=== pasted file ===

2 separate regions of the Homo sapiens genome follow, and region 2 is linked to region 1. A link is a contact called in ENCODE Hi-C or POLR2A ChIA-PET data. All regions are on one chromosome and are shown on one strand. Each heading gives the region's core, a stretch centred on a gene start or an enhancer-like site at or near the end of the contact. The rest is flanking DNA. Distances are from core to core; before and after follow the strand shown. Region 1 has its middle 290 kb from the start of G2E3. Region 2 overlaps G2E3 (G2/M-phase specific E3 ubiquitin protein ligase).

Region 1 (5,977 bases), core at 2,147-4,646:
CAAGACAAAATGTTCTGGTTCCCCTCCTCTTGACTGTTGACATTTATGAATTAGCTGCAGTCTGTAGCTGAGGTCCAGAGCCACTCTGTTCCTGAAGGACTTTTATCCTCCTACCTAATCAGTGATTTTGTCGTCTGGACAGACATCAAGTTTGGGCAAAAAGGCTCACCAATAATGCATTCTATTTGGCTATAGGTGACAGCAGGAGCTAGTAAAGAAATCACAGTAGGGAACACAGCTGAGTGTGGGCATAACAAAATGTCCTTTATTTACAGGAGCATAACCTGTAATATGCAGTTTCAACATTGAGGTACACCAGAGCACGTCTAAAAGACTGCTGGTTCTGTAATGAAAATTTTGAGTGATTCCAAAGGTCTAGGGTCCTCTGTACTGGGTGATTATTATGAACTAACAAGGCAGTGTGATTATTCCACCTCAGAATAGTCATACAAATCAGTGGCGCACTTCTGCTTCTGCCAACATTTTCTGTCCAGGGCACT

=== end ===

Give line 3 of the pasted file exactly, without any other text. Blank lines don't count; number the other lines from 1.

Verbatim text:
CAAGACAAAATGTTCTGGTTCCCCTCCTCTTGACTGTTGACATTTATGAATTAGCTGCAGTCTGTAGCTGAGGTCCAGAGCCACTCTGTTCCTGAAGGACTTTTATCCTCCTACCTAATCAGTGATTTTGTCGTCTGGACAGACATCAAGTTTGGGCAAAAAGGCTCACCAATAATGCATTCTATTTGGCTATAGGTGACAGCAGGAGCTAGTAAAGAAATCACAGTAGGGAACACAGCTGAGTGTGGGCATAACAAAATGTCCTTTATTTACAGGAGCATAACCTGTAATATGCAGTTTCAACATTGAGGTACACCAGAGCACGTCTAAAAGACTGCTGGTTCTGTAATGAAAATTTTGAGTGATTCCAAAGGTCTAGGGTCCTCTGTACTGGGTGATTATTATGAACTAACAAGGCAGTGTGATTATTCCACCTCAGAATAGTCATACAAATCAGTGGCGCACTTCTGCTTCTGCCAACATTTTCTGTCCAGGGCACT